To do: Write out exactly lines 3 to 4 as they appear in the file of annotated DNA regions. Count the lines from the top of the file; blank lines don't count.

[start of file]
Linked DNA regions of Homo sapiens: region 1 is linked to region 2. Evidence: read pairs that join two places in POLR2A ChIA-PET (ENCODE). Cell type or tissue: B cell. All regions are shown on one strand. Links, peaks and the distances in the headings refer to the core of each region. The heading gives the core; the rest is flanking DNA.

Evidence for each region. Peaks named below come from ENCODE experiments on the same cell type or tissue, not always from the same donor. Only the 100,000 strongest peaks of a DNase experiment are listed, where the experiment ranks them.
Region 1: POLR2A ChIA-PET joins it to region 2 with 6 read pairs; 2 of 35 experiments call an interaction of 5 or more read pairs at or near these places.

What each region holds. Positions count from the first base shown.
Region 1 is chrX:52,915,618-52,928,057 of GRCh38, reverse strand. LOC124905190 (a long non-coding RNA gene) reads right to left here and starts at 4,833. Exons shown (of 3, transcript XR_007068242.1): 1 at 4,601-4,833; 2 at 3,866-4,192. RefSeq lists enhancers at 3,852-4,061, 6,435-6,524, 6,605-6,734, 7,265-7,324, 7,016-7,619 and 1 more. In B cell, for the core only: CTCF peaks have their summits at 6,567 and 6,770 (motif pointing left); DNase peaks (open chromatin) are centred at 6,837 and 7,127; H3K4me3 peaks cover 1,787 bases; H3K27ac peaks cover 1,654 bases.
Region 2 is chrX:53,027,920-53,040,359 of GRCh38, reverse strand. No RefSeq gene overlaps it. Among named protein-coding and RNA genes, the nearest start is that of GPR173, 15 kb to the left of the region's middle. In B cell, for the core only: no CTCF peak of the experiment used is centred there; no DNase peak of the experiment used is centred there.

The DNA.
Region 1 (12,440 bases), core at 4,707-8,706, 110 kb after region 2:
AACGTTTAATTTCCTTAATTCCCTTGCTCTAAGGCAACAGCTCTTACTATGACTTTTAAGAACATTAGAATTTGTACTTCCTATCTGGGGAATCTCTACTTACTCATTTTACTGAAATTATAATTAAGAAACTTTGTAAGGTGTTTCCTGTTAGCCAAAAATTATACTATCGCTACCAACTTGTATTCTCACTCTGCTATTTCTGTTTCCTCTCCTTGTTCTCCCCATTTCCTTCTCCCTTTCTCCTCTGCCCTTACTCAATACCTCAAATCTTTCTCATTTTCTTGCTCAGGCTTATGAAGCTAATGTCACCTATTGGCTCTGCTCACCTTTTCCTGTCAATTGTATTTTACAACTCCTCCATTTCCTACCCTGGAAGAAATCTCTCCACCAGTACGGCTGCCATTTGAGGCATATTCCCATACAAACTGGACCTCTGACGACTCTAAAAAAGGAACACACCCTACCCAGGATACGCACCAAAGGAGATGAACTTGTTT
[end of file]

Region 1: POLR2A ChIA-PET joins it to region 2 with 6 read pairs; 2 of 35 experiments call an interaction of 5 or more read pairs at or near these places.

What each region holds. Positions count from the first base shown.